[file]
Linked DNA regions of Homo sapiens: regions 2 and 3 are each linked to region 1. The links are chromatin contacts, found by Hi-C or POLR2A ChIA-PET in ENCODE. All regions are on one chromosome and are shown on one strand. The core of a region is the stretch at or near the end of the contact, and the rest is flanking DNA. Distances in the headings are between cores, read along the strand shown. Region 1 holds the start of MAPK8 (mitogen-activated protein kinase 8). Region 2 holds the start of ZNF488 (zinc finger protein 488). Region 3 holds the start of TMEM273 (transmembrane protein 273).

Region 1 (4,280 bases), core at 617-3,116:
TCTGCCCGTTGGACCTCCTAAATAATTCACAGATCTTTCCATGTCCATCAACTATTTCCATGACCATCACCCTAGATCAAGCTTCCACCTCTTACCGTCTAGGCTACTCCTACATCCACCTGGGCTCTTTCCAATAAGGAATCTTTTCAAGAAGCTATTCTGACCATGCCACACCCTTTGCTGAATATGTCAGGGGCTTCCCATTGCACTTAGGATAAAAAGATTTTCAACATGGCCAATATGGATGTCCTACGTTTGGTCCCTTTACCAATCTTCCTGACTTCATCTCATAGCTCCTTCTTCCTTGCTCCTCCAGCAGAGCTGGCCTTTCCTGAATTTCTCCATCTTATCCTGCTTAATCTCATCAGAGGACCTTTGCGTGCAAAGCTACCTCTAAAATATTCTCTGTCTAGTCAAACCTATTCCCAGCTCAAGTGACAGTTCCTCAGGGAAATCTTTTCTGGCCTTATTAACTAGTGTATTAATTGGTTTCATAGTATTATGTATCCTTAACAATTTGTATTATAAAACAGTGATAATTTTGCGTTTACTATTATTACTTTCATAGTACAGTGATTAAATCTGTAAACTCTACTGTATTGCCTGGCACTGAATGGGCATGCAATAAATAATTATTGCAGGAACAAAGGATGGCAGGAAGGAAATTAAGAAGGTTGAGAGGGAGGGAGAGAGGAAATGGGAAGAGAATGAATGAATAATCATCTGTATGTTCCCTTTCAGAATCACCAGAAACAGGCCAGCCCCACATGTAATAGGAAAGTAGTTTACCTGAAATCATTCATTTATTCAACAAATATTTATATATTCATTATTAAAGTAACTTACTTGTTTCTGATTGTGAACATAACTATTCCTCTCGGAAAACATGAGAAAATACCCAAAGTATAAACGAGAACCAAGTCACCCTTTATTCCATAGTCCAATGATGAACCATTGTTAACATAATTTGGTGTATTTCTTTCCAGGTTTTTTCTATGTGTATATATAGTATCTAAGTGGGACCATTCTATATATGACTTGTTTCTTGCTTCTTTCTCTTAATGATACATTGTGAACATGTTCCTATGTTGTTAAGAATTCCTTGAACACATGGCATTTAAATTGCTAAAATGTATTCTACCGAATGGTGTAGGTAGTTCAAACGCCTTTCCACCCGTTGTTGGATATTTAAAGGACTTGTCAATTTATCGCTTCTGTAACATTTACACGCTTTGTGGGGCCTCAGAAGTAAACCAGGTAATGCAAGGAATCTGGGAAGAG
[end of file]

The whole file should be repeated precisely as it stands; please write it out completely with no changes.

Linked DNA regions of Homo sapiens: regions 2 and 3 are each linked to region 1. The links are chromatin contacts, found by Hi-C or POLR2A ChIA-PET in ENCODE. All regions are on one chromosome and are shown on one strand. The core of a region is the stretch at or near the end of the contact, and the rest is flanking DNA. Distances in the headings are between cores, read along the strand shown. Region 1 holds the start of MAPK8 (mitogen-activated protein kinase 8). Region 2 holds the start of ZNF488 (zinc finger protein 488). Region 3 holds the start of TMEM273 (transmembrane protein 273).

Region 1 (4,280 bases), core at 617-3,116:
TCTGCCCGTTGGACCTCCTAAATAATTCACAGATCTTTCCATGTCCATCAACTATTTCCATGACCATCACCCTAGATCAAGCTTCCACCTCTTACCGTCTAGGCTACTCCTACATCCACCTGGGCTCTTTCCAATAAGGAATCTTTTCAAGAAGCTATTCTGACCATGCCACACCCTTTGCTGAATATGTCAGGGGCTTCCCATTGCACTTAGGATAAAAAGATTTTCAACATGGCCAATATGGATGTCCTACGTTTGGTCCCTTTACCAATCTTCCTGACTTCATCTCATAGCTCCTTCTTCCTTGCTCCTCCAGCAGAGCTGGCCTTTCCTGAATTTCTCCATCTTATCCTGCTTAATCTCATCAGAGGACCTTTGCGTGCAAAGCTACCTCTAAAATATTCTCTGTCTAGTCAAACCTATTCCCAGCTCAAGTGACAGTTCCTCAGGGAAATCTTTTCTGGCCTTATTAACTAGTGTATTAATTGGTTTCATAGTATTATGTATCCTTAACAATTTGTATTATAAAACAGTGATAATTTTGCGTTTACTATTATTACTTTCATAGTACAGTGATTAAATCTGTAAACTCTACTGTATTGCCTGGCACTGAATGGGCATGCAATAAATAATTATTGCAGGAACAAAGGATGGCAGGAAGGAAATTAAGAAGGTTGAGAGGGAGGGAGAGAGGAAATGGGAAGAGAATGAATGAATAATCATCTGTATGTTCCCTTTCAGAATCACCAGAAACAGGCCAGCCCCACATGTAATAGGAAAGTAGTTTACCTGAAATCATTCATTTATTCAACAAATATTTATATATTCATTATTAAAGTAACTTACTTGTTTCTGATTGTGAACATAACTATTCCTCTCGGAAAACATGAGAAAATACCCAAAGTATAAACGAGAACCAAGTCACCCTTTATTCCATAGTCCAATGATGAACCATTGTTAACATAATTTGGTGTATTTCTTTCCAGGTTTTTTCTATGTGTATATATAGTATCTAAGTGGGACCATTCTATATATGACTTGTTTCTTGCTTCTTTCTCTTAATGATACATTGTGAACATGTTCCTATGTTGTTAAGAATTCCTTGAACACATGGCATTTAAATTGCTAAAATGTATTCTACCGAATGGTGTAGGTAGTTCAAACGCCTTTCCACCCGTTGTTGGATATTTAAAGGACTTGTCAATTTATCGCTTCTGTAACATTTACACGCTTTGTGGGGCCTCAGAAGTAAACCAGGTAATGCAAGGAATCTGGGAAGAG